Some of the prominent ‘Occupy’ protests included the following:

In Bulacan, urban poor group Kadamay led 6,000 homeless families in occupying vacant housing units built by the government but have been idle for five years.

In Tarlac and Negros, tenant farmers occupied haciendas (land estates) and conducted a series of bungkalan (land cultivation) to make productive use of farm lands owned by landlord families which refuse to recognize the right of land reform beneficiaries.

In Yolanda-hit (Haiyan) rural towns of Samar and Leyte, farmers organized tiklos (collective farming) in public lands to survive hunger, poverty, and government neglect.

In the towns ravaged by typhoon Pablo in southern Mindanao, residents occupied houses constructed by the government after these have been unutilized for several years.

Similar ‘Occupy’ actions were also done by farmers in Davao del Norte, El Niño victims in Kidapawan, and Lumad communities resisting the entry of destructive large-scale mining.

It is convenient to categorize these actions as a legacy of the ‘Occupy’ movement that started near Wall Street in New York. At the very least, these reflect the enduring appeal of the ‘Occupy’ movement. But what these actions truly embody is the people’s resistance in the Philippines.

The ‘Occupy’ movement didn’t fade away in the Philippines because it was sustained and continually revived by a vibrant mass movement. The current political relevance of ‘Occupy’ was made possible by the people’s persistent struggle for their national democratic aspirations. Sans the fancy slogans and hip branding, ‘Occupy’ in the Philippines is ultimately linked to the realization of the people’s basic political demands such as the fight for genuine land reform, protection of the grassroots against development aggression, and defense of the country’s patrimony and sovereignty.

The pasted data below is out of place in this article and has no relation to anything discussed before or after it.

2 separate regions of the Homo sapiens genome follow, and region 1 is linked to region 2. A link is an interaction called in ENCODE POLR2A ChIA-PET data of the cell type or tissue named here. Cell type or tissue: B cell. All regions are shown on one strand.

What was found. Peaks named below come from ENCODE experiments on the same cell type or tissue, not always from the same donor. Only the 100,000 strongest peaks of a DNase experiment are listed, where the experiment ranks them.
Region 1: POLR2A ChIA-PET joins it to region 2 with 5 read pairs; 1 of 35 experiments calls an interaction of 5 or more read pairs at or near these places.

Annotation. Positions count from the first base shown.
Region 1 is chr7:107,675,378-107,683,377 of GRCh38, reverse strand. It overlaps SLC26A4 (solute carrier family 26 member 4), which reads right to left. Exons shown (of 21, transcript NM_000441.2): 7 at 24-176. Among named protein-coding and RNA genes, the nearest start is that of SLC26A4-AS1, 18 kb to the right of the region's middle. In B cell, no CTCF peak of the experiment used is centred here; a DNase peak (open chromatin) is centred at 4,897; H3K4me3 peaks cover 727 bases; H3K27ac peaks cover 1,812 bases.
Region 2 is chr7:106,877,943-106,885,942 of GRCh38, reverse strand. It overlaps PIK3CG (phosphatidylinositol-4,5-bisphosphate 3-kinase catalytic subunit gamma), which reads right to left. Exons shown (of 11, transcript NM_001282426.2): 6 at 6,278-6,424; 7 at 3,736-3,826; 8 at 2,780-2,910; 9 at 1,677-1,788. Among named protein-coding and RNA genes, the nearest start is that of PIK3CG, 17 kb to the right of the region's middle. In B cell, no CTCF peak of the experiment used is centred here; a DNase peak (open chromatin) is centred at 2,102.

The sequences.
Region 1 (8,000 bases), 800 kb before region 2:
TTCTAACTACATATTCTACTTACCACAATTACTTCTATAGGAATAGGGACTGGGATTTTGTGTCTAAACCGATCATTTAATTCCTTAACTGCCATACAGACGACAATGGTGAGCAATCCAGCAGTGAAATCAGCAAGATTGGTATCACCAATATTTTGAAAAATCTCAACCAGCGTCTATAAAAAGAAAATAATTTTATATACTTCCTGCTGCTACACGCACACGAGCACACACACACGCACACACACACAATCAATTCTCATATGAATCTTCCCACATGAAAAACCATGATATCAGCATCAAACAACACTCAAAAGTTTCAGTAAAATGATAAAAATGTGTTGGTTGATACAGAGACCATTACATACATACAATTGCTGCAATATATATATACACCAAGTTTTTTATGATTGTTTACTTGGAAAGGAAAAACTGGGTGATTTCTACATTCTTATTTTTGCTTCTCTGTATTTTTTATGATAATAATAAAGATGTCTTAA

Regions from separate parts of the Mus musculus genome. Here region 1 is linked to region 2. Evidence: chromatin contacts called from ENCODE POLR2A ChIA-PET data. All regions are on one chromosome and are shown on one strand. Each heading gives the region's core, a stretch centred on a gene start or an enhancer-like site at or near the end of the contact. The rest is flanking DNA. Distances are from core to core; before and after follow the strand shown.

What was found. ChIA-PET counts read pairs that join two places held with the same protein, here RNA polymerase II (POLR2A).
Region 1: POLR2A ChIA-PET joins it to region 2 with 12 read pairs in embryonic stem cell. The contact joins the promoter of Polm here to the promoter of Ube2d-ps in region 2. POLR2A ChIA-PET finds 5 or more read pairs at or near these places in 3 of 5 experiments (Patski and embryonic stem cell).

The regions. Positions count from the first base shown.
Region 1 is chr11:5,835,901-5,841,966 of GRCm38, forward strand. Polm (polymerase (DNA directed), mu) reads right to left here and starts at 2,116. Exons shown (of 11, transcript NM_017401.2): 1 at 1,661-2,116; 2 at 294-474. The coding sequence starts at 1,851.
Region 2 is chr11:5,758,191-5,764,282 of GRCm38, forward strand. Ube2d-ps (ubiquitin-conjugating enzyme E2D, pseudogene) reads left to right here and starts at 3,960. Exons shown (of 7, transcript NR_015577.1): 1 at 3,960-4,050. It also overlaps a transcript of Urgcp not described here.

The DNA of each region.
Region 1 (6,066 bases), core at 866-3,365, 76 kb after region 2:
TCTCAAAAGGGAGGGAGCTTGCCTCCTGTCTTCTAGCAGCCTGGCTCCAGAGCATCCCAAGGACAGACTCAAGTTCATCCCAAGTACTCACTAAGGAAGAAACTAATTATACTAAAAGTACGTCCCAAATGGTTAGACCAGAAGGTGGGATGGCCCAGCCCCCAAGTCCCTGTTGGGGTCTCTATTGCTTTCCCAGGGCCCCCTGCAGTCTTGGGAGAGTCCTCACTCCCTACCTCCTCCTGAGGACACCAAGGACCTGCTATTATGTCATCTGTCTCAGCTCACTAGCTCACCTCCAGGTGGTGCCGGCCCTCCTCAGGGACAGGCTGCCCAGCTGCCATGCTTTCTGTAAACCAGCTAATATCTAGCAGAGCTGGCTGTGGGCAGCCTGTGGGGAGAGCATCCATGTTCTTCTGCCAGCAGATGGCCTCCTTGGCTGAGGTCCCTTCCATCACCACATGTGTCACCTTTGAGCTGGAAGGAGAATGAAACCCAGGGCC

Indeed, the protests mentioned imperialism and neoliberalism but what also mobilized the masses were related to their urgent needs such as shelter, food, and livelihood. The ‘Occupy’ is the poor’s DIY emancipation tool.

The protests were both spontaneous and organized. The presence of the militant organized core drew the attention and subsequent participation of the spontaneous crowd.

For those who joined the protests, it was easy for them to understand how their poverty is linked to the appalling corruption in the bureaucracy, unrestrained landgrabbing in the countryside, land ownership by the few, foreign plunder of the country’s resources, and profit-hoarding of big business.

Hence, the anti-elite character of the ‘Occupy’. What could be more subversive in the eyes of the elite than to see the dispossessed and the organized poor occupying a public space and declaring it as people’s property?